Using optical microscopy for data recovery…

Optical media especially CDs and DVDs are ubiquitous, but recovering data from them is often not economical. Beyond light scratching and superficial media damage, recovering data is often not economical. Our data recovery experts see optical media that has been broken into several pieces and unless the information is of critical importance, data recovery is simply not viable.

Factory pressed and home-burned media use different technologies. The first burns physical pits into the media and the second causes colour changes in the film layer. By using 3D Laser Microscopy we can create a magnified image of the media. The data is written in a spiral rather than concentric tracks, so when media is in several pieces, this can prove a challenge. However high magnification and precise measurement allows us to effectively ‘piece together’ the disc.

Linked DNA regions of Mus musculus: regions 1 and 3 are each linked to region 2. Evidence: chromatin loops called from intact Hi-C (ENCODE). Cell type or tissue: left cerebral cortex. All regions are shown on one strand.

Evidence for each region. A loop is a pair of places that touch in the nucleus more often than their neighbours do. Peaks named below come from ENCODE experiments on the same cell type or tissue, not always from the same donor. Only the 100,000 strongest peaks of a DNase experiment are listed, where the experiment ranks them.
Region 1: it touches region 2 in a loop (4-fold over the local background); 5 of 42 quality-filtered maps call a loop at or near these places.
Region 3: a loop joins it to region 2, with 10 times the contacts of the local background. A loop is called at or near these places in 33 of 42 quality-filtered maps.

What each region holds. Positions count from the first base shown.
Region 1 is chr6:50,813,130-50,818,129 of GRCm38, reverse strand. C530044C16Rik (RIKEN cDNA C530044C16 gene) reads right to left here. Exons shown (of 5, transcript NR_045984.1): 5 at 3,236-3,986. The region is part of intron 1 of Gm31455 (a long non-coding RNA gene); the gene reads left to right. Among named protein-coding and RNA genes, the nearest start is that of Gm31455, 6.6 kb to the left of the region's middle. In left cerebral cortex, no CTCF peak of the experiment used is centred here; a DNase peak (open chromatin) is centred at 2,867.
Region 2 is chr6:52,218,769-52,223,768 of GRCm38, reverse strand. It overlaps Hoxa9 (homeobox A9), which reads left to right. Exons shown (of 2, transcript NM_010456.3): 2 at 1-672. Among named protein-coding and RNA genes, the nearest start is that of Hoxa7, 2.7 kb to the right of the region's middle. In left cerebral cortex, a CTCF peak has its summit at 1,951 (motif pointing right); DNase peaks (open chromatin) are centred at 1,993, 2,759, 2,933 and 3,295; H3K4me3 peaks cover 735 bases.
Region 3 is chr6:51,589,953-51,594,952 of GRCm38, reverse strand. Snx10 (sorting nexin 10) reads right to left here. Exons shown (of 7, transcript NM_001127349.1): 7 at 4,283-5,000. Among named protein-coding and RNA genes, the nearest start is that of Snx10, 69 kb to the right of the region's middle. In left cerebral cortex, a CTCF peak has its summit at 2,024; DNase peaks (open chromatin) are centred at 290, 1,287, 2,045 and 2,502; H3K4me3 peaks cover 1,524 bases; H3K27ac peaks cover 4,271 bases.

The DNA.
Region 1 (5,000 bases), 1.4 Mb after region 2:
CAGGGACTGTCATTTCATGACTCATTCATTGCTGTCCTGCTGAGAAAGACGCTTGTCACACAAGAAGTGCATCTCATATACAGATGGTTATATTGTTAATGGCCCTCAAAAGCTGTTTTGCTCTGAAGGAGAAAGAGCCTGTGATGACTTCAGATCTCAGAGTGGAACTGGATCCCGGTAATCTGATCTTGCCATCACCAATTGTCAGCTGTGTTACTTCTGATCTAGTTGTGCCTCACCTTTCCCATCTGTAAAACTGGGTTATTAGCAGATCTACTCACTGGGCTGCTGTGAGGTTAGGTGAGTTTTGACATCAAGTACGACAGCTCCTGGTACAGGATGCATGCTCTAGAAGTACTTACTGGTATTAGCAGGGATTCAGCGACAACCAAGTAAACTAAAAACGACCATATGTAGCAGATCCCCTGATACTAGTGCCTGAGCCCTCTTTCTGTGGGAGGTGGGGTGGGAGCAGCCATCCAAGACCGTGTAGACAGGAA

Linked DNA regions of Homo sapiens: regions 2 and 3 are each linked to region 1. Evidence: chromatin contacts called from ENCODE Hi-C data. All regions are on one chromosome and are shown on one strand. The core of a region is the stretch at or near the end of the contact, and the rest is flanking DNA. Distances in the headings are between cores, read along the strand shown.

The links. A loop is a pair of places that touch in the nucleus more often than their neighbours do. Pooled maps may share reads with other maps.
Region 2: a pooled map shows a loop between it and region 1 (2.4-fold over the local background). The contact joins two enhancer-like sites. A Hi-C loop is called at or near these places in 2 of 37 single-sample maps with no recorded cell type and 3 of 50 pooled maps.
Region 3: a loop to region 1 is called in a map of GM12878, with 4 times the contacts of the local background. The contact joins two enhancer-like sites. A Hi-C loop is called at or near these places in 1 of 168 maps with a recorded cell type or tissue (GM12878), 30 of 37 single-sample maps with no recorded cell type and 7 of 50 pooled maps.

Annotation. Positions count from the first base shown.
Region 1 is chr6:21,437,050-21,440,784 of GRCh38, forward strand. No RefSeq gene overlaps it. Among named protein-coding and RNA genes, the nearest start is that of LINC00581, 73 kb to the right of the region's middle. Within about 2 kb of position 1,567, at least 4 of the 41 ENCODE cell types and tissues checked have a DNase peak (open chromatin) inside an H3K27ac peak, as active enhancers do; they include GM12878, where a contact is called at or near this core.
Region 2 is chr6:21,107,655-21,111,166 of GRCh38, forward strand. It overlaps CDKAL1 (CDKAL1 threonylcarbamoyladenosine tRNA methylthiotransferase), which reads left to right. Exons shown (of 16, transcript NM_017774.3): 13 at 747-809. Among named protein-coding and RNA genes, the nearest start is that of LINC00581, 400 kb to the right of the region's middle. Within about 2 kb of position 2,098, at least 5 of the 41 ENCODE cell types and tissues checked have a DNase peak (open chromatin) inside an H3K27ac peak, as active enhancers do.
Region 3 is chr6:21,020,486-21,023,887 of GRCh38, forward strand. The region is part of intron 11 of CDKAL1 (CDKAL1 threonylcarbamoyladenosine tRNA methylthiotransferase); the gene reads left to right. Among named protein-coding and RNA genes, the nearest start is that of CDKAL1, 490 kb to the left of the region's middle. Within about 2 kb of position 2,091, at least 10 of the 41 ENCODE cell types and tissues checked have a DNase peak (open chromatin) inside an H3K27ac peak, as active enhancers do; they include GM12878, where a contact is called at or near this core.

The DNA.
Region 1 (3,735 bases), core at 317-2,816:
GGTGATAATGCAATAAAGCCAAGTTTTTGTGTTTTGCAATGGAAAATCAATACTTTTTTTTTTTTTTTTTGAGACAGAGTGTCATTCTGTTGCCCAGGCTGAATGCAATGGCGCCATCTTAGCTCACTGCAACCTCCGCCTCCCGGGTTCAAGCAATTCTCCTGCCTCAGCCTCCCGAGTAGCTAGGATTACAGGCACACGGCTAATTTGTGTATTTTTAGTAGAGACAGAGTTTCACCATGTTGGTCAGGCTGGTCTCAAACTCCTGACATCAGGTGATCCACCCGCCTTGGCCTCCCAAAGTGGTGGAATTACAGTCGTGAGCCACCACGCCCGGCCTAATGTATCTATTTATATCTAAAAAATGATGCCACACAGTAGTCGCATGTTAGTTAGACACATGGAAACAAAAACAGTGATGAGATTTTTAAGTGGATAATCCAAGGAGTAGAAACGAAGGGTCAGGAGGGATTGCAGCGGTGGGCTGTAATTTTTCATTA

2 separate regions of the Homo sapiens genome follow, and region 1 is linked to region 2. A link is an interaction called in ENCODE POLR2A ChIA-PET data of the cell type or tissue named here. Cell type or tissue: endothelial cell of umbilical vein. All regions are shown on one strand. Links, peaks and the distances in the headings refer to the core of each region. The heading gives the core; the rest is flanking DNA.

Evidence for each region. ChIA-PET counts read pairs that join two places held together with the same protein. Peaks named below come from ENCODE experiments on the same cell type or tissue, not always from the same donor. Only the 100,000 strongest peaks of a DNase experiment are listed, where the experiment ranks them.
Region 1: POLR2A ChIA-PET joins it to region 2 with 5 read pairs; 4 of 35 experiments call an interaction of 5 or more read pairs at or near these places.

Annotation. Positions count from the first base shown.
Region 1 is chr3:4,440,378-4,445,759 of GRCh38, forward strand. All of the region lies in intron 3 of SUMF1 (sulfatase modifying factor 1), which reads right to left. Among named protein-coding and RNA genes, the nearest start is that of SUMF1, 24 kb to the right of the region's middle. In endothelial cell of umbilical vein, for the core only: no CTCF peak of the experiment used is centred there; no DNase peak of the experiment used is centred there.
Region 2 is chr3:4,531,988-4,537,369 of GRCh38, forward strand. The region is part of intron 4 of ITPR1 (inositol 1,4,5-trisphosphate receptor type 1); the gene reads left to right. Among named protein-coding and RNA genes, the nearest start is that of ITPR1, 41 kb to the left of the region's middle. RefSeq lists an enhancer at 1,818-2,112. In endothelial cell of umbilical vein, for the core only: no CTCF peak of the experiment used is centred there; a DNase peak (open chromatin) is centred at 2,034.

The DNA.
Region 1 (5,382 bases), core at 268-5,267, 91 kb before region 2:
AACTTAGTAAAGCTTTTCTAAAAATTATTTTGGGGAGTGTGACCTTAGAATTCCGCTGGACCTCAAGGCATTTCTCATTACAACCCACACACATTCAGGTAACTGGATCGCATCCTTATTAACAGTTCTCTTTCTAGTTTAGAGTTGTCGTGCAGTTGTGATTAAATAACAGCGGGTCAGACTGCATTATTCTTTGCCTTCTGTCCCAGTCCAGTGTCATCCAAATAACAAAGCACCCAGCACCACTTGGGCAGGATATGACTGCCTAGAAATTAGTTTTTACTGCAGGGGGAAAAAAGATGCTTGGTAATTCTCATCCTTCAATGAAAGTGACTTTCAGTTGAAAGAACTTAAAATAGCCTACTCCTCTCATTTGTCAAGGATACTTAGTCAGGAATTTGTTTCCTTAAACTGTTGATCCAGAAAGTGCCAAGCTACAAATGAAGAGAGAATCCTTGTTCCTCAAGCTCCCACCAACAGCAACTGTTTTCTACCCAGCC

Once we have an image of the binary source code, by reversing the encoding algorithm which divides the data into segments, we can identify areas of data and areas of error correction. These algorithms do not encode the data, but ensure data is stored efficiently and redundantly. These algorithms are easy to obtain and with only a handful of variants, it should not take long to identify the precise one.

When we have cracked the algorithm it is then a case of rebuilding the data from a binary level upwards. Whilst this all sounds straightforward, it is a time consuming process and recovery of all the information is rare. Data ‘holes’ in the final output are commonplace, but often enough of the jigsaw can be pieced together to provide enough recovered information.

Due to the economical restrictions this technology is used mostly by our computer forensics team, where the data is of paramount importance. Indeed our findings have been instrumental in the outcome of many high profile cases.